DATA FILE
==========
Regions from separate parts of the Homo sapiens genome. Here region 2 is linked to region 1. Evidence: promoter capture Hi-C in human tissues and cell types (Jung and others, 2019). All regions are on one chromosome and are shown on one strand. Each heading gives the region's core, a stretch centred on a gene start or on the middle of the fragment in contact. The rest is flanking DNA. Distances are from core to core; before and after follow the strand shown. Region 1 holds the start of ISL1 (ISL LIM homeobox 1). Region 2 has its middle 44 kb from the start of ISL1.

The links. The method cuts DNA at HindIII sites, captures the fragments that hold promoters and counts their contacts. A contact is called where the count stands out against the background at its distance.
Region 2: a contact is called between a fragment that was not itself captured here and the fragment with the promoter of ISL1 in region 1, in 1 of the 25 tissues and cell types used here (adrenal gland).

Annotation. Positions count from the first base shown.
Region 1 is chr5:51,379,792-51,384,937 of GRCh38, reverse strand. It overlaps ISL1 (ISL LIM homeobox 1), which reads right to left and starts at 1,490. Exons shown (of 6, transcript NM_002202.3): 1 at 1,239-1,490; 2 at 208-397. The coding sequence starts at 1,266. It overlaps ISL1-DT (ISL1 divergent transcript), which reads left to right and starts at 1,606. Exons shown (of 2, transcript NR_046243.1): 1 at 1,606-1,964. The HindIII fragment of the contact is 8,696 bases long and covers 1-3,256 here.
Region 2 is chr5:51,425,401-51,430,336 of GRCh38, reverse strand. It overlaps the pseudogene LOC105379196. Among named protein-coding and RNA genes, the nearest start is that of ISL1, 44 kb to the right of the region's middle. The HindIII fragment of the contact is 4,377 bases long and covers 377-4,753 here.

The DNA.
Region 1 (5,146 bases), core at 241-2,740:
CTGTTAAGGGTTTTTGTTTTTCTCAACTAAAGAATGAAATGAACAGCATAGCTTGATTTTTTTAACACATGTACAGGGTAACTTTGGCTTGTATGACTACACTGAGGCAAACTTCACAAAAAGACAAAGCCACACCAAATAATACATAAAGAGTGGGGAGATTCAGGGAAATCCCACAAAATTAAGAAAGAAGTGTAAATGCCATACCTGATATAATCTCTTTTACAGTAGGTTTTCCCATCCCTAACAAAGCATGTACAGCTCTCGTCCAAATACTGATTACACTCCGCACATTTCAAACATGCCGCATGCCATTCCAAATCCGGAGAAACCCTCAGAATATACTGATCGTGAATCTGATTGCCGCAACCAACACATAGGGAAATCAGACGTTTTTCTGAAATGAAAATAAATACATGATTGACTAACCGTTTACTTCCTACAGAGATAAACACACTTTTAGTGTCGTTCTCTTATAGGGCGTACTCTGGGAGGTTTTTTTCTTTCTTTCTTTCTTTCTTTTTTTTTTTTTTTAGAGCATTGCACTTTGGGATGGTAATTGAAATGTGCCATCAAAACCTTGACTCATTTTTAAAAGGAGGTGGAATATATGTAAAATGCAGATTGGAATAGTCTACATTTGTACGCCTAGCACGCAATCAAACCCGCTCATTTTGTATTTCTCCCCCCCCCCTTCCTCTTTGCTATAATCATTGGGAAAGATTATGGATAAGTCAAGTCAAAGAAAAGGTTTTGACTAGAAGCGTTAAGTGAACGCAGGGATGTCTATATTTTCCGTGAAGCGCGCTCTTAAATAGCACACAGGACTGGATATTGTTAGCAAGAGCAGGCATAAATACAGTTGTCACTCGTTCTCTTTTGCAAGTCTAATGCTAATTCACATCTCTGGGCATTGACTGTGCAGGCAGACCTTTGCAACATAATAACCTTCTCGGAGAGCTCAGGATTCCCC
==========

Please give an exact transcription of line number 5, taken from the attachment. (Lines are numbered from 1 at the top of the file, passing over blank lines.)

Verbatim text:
Region 1 is chr5:51,379,792-51,384,937 of GRCh38, reverse strand. It overlaps ISL1 (ISL LIM homeobox 1), which reads right to left and starts at 1,490. Exons shown (of 6, transcript NM_002202.3): 1 at 1,239-1,490; 2 at 208-397. The coding sequence starts at 1,266. It overlaps ISL1-DT (ISL1 divergent transcript), which reads left to right and starts at 1,606. Exons shown (of 2, transcript NR_046243.1): 1 at 1,606-1,964. The HindIII fragment of the contact is 8,696 bases long and covers 1-3,256 here.